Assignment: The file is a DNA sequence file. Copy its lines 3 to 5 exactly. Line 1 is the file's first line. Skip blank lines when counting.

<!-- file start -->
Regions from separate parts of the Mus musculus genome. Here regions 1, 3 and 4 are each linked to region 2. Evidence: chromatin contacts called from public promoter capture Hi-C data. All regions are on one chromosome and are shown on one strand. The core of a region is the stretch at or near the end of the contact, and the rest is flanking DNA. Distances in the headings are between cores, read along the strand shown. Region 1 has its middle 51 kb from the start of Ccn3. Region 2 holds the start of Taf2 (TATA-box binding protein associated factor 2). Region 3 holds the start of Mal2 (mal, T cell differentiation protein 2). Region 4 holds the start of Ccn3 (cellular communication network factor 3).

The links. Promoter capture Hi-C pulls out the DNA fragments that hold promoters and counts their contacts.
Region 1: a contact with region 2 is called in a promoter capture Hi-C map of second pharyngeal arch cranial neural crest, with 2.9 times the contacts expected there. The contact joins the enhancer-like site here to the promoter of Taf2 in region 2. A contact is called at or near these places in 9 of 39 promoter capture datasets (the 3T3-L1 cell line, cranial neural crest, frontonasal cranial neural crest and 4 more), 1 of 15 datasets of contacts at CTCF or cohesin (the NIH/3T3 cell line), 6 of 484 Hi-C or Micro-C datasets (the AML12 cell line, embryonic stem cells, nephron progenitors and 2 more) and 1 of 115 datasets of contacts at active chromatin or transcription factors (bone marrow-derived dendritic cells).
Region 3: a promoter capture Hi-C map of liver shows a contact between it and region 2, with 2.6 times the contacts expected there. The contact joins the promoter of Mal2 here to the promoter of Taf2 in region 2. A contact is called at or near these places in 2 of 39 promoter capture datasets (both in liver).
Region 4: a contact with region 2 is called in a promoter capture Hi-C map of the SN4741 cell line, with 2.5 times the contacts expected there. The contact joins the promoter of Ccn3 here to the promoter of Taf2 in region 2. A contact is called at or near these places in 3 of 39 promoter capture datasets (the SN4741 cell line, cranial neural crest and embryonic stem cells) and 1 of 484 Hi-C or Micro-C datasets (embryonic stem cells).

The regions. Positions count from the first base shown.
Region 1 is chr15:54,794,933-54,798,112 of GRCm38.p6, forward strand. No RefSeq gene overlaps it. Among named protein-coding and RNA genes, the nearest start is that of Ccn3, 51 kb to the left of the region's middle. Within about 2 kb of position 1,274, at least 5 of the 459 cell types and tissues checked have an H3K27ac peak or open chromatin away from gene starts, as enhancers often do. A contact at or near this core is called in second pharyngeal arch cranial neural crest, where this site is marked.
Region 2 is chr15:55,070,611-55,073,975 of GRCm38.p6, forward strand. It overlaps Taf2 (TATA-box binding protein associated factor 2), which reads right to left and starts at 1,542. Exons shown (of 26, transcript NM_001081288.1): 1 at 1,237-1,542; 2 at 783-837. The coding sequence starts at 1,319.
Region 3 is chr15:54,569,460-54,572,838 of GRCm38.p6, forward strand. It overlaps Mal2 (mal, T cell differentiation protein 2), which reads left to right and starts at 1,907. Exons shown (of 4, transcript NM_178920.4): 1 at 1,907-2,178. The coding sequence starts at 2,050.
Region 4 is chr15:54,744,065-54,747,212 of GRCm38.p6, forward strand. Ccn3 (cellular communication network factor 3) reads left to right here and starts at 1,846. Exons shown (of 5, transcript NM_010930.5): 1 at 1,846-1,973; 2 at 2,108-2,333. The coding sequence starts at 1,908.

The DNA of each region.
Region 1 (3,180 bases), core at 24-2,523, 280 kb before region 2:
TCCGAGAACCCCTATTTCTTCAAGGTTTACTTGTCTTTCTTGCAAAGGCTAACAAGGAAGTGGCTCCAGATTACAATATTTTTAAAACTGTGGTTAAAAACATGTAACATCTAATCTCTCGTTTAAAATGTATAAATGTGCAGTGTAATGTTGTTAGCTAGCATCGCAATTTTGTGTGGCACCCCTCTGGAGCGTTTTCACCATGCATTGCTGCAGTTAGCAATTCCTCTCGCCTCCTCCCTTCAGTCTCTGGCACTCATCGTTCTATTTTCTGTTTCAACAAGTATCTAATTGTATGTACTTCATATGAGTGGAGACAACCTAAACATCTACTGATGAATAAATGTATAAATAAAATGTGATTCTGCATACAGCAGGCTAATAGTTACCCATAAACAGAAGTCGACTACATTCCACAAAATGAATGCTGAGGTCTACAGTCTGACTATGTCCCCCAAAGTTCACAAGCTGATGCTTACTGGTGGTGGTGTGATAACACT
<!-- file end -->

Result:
Region 1: a contact with region 2 is called in a promoter capture Hi-C map of second pharyngeal arch cranial neural crest, with 2.9 times the contacts expected there. The contact joins the enhancer-like site here to the promoter of Taf2 in region 2. A contact is called at or near these places in 9 of 39 promoter capture datasets (the 3T3-L1 cell line, cranial neural crest, frontonasal cranial neural crest and 4 more), 1 of 15 datasets of contacts at CTCF or cohesin (the NIH/3T3 cell line), 6 of 484 Hi-C or Micro-C datasets (the AML12 cell line, embryonic stem cells, nephron progenitors and 2 more) and 1 of 115 datasets of contacts at active chromatin or transcription factors (bone marrow-derived dendritic cells).
Region 3: a promoter capture Hi-C map of liver shows a contact between it and region 2, with 2.6 times the contacts expected there. The contact joins the promoter of Mal2 here to the promoter of Taf2 in region 2. A contact is called at or near these places in 2 of 39 promoter capture datasets (both in liver).
Region 4: a contact with region 2 is called in a promoter capture Hi-C map of the SN4741 cell line, with 2.5 times the contacts expected there. The contact joins the promoter of Ccn3 here to the promoter of Taf2 in region 2. A contact is called at or near these places in 3 of 39 promoter capture datasets (the SN4741 cell line, cranial neural crest and embryonic stem cells) and 1 of 484 Hi-C or Micro-C datasets (embryonic stem cells).